After Hurricane Harvey, ISIS Supporters Call for Attacks on Houston Relief Centers

As Texas comes to terms with the devastation left by Hurricane Harvey, supporters of the Islamic State militant group (ISIS) are calling on American jihadis to target relief centers for those displaced.

“To all the LM’s (lone mujahids) in the U.S.,” the message posted on Monday begins, using the term for "warrior" in Arabic, “pop down to Houston and drop in at any of the relief centers housing displaced people from the Houston floods, make sure to bring lots of supplies/gadgets/toys to see if you can help put any kuffs out of their misery,” continues the message, which was provided to Newsweek by radical-Islamist monitoring site Jihadoscope.

The term kuffs refers to the Arabic word “kuffar” or disbeliever. The message ends with emoji icons of an explosion, knife, bomb, gun and medical symbols, such as a pill and an injection.

The call for attacks on those left homeless or injured by the natural disaster came from a channel called ‘Lone Mujahid’ on the encrypted app Telegram, a platform popular with jihadists for its privacy and lack of takedowns compared to more public social media platforms such as Twitter.

The hurricane has killed at least 60 people, caused billions of dollars’ worth of structural damage, and left thousands permanently or temporarily homeless across 11 counties in Texas. Many have been forced to leave their homes and evacuate their areas, taking shelter in relief centers.

The FBI did not respond to a Newsweek request for comment about security at the centers and its knowledge of any threat at the time of writing.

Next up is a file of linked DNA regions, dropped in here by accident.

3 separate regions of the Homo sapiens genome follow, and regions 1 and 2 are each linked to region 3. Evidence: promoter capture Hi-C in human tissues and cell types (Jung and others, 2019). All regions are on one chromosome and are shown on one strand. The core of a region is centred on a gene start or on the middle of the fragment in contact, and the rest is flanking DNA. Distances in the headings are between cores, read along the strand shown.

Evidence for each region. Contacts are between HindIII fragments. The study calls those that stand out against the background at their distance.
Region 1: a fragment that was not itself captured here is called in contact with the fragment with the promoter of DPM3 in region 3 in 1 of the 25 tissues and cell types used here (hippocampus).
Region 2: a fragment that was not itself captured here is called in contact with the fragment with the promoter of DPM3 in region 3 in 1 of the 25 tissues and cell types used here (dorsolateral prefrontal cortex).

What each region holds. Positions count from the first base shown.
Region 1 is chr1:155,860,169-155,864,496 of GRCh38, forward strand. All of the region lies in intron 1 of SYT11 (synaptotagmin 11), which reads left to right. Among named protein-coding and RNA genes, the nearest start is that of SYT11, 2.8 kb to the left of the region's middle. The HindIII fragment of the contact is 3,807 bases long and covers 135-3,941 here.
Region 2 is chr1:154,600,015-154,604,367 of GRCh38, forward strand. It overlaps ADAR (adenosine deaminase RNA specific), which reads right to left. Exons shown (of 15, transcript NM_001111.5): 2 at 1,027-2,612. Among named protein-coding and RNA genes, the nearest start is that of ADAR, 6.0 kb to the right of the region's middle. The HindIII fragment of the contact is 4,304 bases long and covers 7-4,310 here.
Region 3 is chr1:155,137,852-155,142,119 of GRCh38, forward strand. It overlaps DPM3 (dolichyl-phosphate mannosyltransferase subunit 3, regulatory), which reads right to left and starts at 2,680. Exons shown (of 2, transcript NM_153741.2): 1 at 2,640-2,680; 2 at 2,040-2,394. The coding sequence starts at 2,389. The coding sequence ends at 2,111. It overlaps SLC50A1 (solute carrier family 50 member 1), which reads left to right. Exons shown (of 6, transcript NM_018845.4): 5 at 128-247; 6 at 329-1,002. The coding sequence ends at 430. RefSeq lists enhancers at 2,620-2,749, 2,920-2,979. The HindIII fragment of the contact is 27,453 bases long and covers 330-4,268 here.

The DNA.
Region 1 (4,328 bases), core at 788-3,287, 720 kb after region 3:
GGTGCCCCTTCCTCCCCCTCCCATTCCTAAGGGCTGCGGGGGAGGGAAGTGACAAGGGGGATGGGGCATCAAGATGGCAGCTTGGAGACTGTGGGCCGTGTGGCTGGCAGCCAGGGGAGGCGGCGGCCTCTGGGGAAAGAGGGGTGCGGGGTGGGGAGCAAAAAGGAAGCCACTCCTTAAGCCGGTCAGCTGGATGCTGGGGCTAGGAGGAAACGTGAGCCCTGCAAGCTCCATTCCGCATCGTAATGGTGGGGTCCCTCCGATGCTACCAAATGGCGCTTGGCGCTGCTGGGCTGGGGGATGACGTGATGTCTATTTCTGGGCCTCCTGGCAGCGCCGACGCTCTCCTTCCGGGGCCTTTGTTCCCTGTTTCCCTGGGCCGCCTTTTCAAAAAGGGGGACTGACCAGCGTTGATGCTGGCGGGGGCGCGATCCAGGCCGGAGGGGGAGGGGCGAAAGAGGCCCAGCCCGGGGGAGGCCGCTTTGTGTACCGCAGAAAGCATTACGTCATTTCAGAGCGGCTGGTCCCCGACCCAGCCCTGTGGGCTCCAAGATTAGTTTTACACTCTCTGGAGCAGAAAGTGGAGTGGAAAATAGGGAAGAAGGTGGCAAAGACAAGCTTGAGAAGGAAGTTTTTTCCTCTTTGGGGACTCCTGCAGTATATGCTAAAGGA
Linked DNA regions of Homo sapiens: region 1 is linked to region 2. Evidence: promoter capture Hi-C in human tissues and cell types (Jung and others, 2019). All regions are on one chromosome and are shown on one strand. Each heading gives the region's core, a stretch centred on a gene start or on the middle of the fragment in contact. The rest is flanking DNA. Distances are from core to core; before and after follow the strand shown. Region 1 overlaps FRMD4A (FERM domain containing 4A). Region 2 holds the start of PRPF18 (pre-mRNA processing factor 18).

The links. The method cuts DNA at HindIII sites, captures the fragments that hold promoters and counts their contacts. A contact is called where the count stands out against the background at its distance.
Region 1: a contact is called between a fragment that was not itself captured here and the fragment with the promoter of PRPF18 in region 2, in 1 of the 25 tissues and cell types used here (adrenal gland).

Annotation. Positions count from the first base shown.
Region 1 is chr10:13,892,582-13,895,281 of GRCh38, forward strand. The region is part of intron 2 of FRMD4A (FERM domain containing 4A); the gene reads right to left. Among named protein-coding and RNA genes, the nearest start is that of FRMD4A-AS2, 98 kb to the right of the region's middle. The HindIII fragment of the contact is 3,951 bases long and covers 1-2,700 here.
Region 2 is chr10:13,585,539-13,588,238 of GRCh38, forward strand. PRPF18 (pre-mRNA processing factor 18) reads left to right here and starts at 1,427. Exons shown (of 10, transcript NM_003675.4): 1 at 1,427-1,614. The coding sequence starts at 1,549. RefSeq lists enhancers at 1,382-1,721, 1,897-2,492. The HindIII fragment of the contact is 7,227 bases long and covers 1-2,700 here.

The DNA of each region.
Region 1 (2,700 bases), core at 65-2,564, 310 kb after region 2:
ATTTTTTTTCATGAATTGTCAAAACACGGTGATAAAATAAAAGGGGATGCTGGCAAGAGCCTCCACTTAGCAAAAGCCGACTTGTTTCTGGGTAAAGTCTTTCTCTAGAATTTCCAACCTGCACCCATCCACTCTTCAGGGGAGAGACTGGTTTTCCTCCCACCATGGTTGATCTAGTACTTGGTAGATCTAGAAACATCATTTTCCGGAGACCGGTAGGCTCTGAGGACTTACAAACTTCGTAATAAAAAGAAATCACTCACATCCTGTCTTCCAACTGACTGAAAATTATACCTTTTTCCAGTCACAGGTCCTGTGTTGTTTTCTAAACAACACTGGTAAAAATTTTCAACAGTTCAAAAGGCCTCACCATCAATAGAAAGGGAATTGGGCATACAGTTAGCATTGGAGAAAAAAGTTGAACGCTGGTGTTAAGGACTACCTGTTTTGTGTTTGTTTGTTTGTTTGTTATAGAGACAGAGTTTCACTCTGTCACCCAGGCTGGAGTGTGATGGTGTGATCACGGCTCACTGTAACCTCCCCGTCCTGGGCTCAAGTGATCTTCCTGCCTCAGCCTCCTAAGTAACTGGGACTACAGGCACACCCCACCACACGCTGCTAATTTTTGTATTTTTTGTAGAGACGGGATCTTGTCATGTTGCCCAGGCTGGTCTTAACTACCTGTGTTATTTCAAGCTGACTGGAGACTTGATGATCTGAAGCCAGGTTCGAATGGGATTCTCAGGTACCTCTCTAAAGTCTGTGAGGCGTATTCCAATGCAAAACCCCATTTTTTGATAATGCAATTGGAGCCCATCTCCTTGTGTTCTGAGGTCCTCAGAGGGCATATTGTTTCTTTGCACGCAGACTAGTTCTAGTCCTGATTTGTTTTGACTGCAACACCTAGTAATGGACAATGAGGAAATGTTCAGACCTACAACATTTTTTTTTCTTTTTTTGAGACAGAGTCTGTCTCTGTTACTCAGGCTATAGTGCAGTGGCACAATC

Hurricane Harvey Relief Houston Texans fullback Jay Prosch stacks boxes of relief supplies while distributing them to people impacted by Hurricane Harvey, in Houston, on September 3. After Hurricane Harvey, ISIS supporters are calling for attacks on Houston relief centers. Brett Coomer/AFP/Getty

The call for attacks against U.S. civilians is one regularly made by ISIS and its supporters. In November 2016, the group called for the “slaughter” of U.S. voters taking part in the presidential election eventually won by Donald Trump.

Europe has faced greater security problems at the hands of homegrown jihadis and returning foreign fighters, with more ISIS sympathizers and operatives able to travel to the continent from the Middle East or North Africa. The U.S. has also suffered several attacks by homegrown radical Islamists, the deadliest being the shooting at a LGBT nightclub in Orlando in June 2016, and a December 2015 shooting by a couple in San Bernardino. The attacks killed 63 people in total.

U.S. authorities have charged a total of 114 men and women in connection with support or activity for ISIS, convicting 64.

ISIS and its supporters have called for attacks since its rise to prominence in 2014. The late spokesman of the group, Abu Mohammad al-Adnani, made calls for jihadis, dubbed “lone wolves” by much of the mainstream media, to attack in their home countries as opposed to attempting to make the journey to the group’s self-styled caliphate in Iraq and Syria.

Extremism experts point out that rarely are jihadi attackers acting alone or without any help or assistance. Every attack inspired or directed by ISIS in the U.S. and Europe has seen the attacker receive the assistance of a network or a figure who has played a role in their radicalization.

ISIS has had an impact on hurricane situations in more ways than one. In April 2015, the U.N.’s World Meteorological Organization said that it had removed ‘ISIS’ from the list of potential names for hurricanes after its rise in Iraq and Syria. The body deemed the group’s name to be too inappropriate because of its brutal atrocities against civilians across the Middle East.

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